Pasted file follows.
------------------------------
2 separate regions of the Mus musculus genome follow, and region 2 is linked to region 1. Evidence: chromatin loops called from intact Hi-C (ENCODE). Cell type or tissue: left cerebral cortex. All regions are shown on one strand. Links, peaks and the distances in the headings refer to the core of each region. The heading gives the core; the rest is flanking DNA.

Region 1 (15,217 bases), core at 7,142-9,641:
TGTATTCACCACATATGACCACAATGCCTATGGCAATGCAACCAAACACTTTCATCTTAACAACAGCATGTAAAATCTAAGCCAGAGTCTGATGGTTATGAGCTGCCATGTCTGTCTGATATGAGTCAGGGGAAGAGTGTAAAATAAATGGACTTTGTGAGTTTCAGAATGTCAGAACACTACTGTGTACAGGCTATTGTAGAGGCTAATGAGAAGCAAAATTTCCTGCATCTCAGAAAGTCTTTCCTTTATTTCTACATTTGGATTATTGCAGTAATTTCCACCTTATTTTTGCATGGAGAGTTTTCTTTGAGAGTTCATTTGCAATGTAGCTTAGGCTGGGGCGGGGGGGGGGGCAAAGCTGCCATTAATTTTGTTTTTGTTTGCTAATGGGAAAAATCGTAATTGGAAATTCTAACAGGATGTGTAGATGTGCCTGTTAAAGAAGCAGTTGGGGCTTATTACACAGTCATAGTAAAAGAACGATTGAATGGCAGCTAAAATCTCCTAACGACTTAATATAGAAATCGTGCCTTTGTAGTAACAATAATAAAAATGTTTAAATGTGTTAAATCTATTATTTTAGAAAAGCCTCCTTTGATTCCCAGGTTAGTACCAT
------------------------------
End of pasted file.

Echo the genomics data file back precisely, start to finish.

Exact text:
2 separate regions of the Mus musculus genome follow, and region 2 is linked to region 1. Evidence: chromatin loops called from intact Hi-C (ENCODE). Cell type or tissue: left cerebral cortex. All regions are shown on one strand. Links, peaks and the distances in the headings refer to the core of each region. The heading gives the core; the rest is flanking DNA.

Region 1 (15,217 bases), core at 7,142-9,641:
TGTATTCACCACATATGACCACAATGCCTATGGCAATGCAACCAAACACTTTCATCTTAACAACAGCATGTAAAATCTAAGCCAGAGTCTGATGGTTATGAGCTGCCATGTCTGTCTGATATGAGTCAGGGGAAGAGTGTAAAATAAATGGACTTTGTGAGTTTCAGAATGTCAGAACACTACTGTGTACAGGCTATTGTAGAGGCTAATGAGAAGCAAAATTTCCTGCATCTCAGAAAGTCTTTCCTTTATTTCTACATTTGGATTATTGCAGTAATTTCCACCTTATTTTTGCATGGAGAGTTTTCTTTGAGAGTTCATTTGCAATGTAGCTTAGGCTGGGGCGGGGGGGGGGGCAAAGCTGCCATTAATTTTGTTTTTGTTTGCTAATGGGAAAAATCGTAATTGGAAATTCTAACAGGATGTGTAGATGTGCCTGTTAAAGAAGCAGTTGGGGCTTATTACACAGTCATAGTAAAAGAACGATTGAATGGCAGCTAAAATCTCCTAACGACTTAATATAGAAATCGTGCCTTTGTAGTAACAATAATAAAAATGTTTAAATGTGTTAAATCTATTATTTTAGAAAAGCCTCCTTTGATTCCCAGGTTAGTACCAT